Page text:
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Leavitt, David (b. 1961)  

Novelist and short story writer David Leavitt is one of the brightest stars of the gay literary world today.

Leavitt was born on June 23, 1961, in Pittsburgh, the son of Harold Jack Leavitt, a professor who later taught at Stanford University, and Gloria Rosenthal Leavitt, a housewife and liberal political activist. He grew up in Palo Alto, California, and attended Yale University, graduating Phi Beta Kappa in 1983 with a B.A. in English.

Leavitt achieved early notice. While still a student at Yale, he published a short story, "Territory," in The New Yorker; another New Yorker story, "Out Here," followed shortly. These two stories along with seven others formed his first collection, Family Dancing (1984), which was nominated for the National Book Critics Circle Award and for the PEN-Faulkner Award.

Family Dancing is particularly interesting for the way in which Leavitt is able to integrate gay issues into the fabric of contemporary American life and for his skill in depicting middle-aged women.

His first novel, The Lost Language of Cranes (1986), tells a double "coming out" story, that of a young New Yorker whose increasing openness about his homosexuality forces his middle-aged father finally to confront his own sexuality.

His next novel, Equal Affections (1989), is another story with intergenerational concerns. Its main character, a gay lawyer, must deal with his remarkable mother's two-decade-long fight with cancer. The novel also features a lesbian sister and a father who, like Leavitt's own, is a professor at a California university. Equal Affections is often read as an autobiographical book, but Leavitt himself dismisses such approaches.

In 1989, Leavitt received a Guggenheim fellowship and was foreign writer-in-residence in Barcelona at the Institute of Catalan Letters.

With his second short story collection, A Place I've Never Been (1990), Leavitt breaks new ground. Leavitt's stories of Americans in Europe invite comparison with Henry James. In these tales, Leavitt leaves the world of urban American gay life for other territory.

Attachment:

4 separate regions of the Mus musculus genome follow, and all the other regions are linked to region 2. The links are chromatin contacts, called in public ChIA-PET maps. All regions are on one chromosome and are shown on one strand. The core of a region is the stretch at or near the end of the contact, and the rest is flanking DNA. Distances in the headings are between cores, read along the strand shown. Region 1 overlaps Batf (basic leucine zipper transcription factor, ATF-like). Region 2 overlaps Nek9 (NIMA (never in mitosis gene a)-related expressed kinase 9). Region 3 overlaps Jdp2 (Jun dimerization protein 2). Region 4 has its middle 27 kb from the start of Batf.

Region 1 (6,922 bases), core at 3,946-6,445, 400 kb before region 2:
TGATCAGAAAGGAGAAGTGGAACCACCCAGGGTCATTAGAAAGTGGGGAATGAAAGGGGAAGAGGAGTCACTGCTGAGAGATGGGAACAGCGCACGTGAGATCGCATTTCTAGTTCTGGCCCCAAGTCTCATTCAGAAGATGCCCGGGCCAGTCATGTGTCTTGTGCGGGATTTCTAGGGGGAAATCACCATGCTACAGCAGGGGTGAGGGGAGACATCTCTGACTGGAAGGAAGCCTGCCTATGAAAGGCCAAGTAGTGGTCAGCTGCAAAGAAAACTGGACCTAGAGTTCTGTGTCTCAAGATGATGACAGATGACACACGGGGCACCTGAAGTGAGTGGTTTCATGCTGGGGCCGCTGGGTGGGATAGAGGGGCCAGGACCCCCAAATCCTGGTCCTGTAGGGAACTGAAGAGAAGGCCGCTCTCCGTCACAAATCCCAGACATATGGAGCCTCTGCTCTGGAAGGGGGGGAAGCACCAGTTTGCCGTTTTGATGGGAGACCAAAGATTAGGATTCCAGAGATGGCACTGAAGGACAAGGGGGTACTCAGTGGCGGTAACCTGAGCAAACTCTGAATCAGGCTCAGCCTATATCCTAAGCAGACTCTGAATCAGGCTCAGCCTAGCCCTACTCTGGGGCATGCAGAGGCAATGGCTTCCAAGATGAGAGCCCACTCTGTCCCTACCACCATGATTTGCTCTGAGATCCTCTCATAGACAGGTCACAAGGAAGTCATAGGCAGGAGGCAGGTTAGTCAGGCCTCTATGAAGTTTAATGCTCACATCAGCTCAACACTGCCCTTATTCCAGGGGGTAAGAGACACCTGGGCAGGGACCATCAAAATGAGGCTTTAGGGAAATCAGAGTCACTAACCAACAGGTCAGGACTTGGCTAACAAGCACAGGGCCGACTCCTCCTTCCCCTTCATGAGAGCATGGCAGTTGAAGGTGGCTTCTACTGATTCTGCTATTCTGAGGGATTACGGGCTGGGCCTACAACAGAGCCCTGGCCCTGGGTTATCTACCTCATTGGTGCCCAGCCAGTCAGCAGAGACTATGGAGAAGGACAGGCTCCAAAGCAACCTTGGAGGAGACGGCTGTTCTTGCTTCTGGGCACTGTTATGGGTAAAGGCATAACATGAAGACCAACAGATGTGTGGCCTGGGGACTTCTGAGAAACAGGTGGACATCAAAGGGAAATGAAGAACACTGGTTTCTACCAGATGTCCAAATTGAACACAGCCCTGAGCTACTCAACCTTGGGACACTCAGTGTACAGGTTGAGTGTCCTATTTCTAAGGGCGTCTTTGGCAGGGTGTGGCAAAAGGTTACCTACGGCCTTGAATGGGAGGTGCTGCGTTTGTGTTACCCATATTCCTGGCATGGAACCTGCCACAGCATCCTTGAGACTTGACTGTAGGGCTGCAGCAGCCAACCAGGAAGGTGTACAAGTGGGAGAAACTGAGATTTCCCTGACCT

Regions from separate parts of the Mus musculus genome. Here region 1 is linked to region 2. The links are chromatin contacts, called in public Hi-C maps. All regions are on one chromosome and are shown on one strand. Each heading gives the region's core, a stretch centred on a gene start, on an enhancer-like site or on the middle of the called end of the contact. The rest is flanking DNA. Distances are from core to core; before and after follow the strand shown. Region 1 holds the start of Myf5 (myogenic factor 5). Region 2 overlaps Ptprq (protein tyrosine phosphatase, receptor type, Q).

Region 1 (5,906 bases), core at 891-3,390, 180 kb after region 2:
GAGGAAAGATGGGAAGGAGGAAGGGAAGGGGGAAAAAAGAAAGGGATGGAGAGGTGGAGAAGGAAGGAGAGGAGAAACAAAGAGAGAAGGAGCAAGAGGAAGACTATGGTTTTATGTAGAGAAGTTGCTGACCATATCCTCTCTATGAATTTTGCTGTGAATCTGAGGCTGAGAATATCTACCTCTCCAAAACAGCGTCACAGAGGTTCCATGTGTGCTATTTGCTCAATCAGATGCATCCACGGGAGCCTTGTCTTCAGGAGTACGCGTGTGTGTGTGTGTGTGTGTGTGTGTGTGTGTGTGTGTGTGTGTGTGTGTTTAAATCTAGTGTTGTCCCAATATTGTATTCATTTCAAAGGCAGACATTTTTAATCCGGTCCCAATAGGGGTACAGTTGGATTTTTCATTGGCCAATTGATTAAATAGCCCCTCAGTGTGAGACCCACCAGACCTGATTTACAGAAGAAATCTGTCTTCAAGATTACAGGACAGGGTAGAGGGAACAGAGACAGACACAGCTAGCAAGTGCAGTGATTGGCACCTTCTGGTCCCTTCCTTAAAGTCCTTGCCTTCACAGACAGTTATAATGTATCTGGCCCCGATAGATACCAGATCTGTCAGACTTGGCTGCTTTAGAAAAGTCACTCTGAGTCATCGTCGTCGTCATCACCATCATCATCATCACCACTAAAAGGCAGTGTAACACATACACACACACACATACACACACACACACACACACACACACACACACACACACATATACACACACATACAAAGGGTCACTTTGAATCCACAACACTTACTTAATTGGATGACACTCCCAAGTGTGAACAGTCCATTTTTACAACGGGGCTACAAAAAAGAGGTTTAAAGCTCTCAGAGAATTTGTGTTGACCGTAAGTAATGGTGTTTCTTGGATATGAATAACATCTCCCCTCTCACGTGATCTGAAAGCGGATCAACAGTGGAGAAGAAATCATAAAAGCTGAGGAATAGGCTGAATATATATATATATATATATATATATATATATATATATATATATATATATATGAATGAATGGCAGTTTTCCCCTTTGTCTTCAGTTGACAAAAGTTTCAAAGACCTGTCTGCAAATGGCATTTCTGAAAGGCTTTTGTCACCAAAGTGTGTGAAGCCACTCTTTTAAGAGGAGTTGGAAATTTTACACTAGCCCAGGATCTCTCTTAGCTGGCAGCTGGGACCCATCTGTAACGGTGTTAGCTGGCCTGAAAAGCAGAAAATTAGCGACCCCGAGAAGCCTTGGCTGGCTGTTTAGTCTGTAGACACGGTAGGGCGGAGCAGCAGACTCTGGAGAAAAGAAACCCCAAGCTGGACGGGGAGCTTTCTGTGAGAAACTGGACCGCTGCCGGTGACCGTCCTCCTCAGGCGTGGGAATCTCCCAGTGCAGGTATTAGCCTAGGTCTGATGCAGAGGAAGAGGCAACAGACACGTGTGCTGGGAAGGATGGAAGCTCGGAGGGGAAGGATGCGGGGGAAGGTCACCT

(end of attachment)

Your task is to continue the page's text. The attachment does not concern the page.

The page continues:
His more recent novel, While England Sleeps (1993), goes even farther away from the milieu of his early work, tracing the politically charged homosexual romance between an upper-class writer and a working-class Communist in 1930s England.

The novel was the center of a scandal when Stephen Spender filed suit, alleging that the novel's plot was taken directly from his memoir, World Within World (1951). The suit was settled when Leavitt's publisher agreed to withdraw the novel and reissue it with minor changes made to distance it from Spender's work; Leavitt himself has charged that Spender's objections are motivated by .

Leavitt has overcome the problems attendant on early success. Though his recent books have received decidedly mixed reviews, he has continued to produce new work regularly. His reputation is greater in Europe than in America, witness the BBC production of a film based on The Lost Language of Cranes.

He has been involved actively in the contemporary literary world, editing a special issue of Mississippi Quarterly devoted to the work of younger writers and serving as coeditor of The Penguin Book of Gay Short Stories.

Still a young man, Leavitt has produced fiction of quality and intelligence. He is one of the brightest stars of the gay literary world today.

Don S. Lawson


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David Leavitt. Photograph by Tanya Tribble.
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Iannone, Carol. "Post-Counterculture Tristesse." Commentary 85.5 (February 1987): 57-61.

Lawson, D. S. "David Leavitt." Contemporary Gay American Novelists: A Bio-Bibliographical Critical Sourcebook. Emmanuel S. Nelson, ed. Westport, Conn.: Greenwood, 1993. 248-253.

Lilly, Mark. Gay Men's Literature in the Twentieth Century. New York: New York University Press, 1993.

Weir, John. "Fleeing the Fame Factory." Advocate (October 19, 1993): 50-55.


    Citation Information
    Author: Lawson, Don S.  
    Entry Title: Leavitt, David  
    General Editor: Claude J. Summers  
    Publication Name: glbtq: An Encyclopedia of Gay, Lesbian, Bisexual,
Transgender, and Queer Culture
    Publication Date: 2002  
    Date Last Updated October 11, 2007  
    Web Address  
    Publisher glbtq, Inc.
1130 West Adams
Chicago, IL   60607
    Today's Date  
    Encyclopedia Copyright: © 2002-2006, glbtq, Inc.  
    Entry Copyright © 1995, 2002 New England Publishing Associates  


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